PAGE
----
I’m currently rewatching Mad Men. Not for Don Draper’s attitude or for Elizabeth Moss’s transformation into one of the biggest actresses to date, but for the marketing. The show covers marketing in it’s most raw form. Utilising brand awareness campaigns to influence an audience into making a decision.
I feel like in this age of digital advertising we’re playing the same game, but with different tactics. Brand awareness campaigns are still about changing perceptions of organisations, but as brand awareness campaigns are so easy to set up we, as marketers, are guilty of rushing into them without thought, then blaming other parameters that we cannot control for their demise.
Here are the top considerations to make the most of a brand awareness campaign, that won’t take long and will make a difference.
1. What do your audience currently think of you?
You may or may not know this before the campaign. Well done if you do, but it’s definitely worth revisiting before EVERY brand awareness campaign. A goods way to get an idea is, quite simply, by asking people. Send out a survey, ask people who no longer use your service why they didn’t and incentivise them to tell you why. People may not be honest with you initially, but after open questions, they will become more honest with their feedback… this information will feed number two!
2. What perception do you want to change?
I could have phrased this better, but using the information from step one what do you want to change. Your brand awareness objective may be completely different. You might not need to change anything, but inform them about a new product or service you offer. In which case that’s what you need to communicate.
3. How are you going to measure it?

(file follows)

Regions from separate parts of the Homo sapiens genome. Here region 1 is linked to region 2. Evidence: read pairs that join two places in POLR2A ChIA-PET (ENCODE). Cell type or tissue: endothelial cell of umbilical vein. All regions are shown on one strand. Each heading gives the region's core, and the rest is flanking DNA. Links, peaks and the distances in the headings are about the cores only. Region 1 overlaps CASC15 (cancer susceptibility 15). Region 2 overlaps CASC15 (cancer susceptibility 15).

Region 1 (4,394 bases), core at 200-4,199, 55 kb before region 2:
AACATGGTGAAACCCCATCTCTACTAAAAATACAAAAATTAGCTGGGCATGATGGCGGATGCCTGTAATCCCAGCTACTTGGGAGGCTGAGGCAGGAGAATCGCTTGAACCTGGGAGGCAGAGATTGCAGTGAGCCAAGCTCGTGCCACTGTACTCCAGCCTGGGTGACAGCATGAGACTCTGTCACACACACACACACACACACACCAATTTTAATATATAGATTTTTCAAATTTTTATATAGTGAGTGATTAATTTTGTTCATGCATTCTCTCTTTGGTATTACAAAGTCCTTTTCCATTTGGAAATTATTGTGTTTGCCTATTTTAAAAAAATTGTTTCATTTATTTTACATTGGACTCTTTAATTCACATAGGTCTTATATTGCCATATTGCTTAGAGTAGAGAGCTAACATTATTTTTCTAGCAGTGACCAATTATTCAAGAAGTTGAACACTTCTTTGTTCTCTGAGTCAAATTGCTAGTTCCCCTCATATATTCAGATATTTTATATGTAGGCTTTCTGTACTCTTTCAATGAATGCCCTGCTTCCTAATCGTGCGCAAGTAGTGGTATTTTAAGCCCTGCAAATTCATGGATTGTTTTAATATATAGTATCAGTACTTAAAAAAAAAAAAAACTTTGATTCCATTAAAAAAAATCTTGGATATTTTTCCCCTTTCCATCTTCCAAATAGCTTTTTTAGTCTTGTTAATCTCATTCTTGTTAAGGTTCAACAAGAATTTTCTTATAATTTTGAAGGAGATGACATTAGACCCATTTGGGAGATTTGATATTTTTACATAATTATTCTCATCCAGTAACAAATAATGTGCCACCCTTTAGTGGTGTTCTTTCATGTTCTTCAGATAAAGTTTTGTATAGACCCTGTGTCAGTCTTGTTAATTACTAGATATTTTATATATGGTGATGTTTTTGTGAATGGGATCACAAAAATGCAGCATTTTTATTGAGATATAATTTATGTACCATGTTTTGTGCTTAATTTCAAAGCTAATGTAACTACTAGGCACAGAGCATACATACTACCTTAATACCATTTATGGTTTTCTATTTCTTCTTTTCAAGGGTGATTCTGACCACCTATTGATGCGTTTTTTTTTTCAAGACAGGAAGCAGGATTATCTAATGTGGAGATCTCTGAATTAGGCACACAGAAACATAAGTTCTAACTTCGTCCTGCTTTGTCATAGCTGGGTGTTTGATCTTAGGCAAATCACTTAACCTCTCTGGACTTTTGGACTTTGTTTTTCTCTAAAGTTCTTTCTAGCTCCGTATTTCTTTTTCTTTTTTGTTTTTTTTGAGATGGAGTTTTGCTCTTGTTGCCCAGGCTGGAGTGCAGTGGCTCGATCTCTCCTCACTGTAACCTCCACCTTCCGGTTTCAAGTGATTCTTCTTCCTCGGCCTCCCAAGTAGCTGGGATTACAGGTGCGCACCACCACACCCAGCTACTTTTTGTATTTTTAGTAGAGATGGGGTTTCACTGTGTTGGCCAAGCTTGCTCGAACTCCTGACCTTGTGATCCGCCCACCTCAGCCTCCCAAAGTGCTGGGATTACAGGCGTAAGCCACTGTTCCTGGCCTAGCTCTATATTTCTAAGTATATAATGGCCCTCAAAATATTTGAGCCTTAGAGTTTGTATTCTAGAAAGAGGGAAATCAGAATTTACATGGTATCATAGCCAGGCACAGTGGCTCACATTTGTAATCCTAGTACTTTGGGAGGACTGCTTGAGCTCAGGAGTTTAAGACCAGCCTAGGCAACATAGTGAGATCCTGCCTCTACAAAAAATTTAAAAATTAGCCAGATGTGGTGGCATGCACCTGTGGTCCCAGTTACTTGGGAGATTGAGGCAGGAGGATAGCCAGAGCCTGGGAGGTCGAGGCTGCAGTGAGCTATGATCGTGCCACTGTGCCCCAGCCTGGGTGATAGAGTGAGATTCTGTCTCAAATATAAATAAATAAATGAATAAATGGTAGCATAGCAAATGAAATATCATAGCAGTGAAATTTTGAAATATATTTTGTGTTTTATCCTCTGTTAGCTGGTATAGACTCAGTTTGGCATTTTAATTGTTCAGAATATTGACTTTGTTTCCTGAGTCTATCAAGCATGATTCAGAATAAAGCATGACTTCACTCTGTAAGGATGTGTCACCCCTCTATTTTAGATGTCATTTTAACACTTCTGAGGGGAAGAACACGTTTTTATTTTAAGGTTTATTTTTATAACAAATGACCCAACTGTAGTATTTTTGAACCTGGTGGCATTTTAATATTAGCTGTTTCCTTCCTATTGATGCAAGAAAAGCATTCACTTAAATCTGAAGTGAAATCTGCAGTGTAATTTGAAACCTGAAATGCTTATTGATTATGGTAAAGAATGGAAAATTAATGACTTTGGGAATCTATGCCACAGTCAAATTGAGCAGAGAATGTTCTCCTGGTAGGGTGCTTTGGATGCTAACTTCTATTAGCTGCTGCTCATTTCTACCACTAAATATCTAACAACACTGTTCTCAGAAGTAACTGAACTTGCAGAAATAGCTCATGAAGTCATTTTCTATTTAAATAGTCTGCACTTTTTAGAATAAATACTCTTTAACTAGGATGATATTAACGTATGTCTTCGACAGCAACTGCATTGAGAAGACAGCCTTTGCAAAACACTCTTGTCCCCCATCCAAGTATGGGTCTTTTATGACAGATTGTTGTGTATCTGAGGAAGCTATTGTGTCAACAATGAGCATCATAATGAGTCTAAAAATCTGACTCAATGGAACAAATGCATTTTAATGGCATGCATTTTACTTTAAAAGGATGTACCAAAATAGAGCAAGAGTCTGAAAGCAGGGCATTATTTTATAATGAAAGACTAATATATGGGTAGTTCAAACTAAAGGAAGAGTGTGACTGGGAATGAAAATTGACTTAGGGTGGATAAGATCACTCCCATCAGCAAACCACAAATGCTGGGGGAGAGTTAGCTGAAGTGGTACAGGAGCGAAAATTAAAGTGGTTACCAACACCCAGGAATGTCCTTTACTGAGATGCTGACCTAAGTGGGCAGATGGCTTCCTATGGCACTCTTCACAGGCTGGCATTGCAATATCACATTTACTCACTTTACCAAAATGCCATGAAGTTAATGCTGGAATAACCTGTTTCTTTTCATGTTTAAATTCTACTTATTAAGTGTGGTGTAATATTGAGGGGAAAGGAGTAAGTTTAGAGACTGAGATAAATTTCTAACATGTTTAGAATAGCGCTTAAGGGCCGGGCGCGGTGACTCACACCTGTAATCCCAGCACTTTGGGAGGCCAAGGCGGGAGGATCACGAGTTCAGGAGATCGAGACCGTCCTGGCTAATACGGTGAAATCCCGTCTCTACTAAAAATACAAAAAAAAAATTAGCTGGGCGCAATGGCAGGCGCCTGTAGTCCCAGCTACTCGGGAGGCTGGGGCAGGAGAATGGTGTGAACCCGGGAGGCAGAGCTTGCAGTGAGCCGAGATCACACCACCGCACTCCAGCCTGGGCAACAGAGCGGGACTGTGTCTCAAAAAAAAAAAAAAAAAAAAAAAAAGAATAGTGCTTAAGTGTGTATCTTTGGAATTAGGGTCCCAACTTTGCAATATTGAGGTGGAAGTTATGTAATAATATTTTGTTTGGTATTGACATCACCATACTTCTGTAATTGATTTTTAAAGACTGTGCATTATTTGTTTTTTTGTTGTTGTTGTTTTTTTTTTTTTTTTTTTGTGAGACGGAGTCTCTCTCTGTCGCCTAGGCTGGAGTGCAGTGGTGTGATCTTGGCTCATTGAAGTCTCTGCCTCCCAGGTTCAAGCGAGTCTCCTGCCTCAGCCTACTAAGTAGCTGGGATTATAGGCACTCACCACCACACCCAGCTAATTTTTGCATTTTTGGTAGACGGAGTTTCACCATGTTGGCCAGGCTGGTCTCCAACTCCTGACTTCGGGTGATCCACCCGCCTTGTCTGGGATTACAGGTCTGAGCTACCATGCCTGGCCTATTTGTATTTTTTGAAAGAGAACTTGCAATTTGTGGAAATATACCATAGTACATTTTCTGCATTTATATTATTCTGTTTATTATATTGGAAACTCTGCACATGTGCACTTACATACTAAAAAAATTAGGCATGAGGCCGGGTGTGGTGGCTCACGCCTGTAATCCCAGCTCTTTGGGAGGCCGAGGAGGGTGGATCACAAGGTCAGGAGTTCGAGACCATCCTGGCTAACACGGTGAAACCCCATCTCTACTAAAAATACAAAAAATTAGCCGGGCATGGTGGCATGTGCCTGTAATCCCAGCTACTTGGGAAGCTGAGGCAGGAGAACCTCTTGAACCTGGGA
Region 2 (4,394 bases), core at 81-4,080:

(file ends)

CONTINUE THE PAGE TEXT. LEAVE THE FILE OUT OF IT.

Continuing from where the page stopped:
This is where Mad Men may fall a little short. Sure the marketing guys will say that their advertising campaign contributed to an increase in sales. But was it the build-up to Christmas that saw an increase in toy sales? Was it the end of the financial year that caused the IFAs to consider your investment fund? Measuring a brand awareness campaign can be a case of ‘What are the metrics! but every marketing campaign needs quality analysis (not necessarily metrics) as well as quantity.
4. What can we take out of it
“Did it work? Who knows. Let’s buy more impressions in the hope that it does.” – A painful conversation with a media buying agency.
Realistically, your brand awareness campaign won’t drive traffic to your website. It won’t generate thousands of product enquiries. What it will do is change your audience’s perception of your brand. All these steps will help you measure as long as you relate them to your overall campaign objective. Like the Mad Men of Madison Avenue, we need to focus on two things. Campaign objectives and our audience’s needs. That’s what will make your marketing cut the mustard in 2019.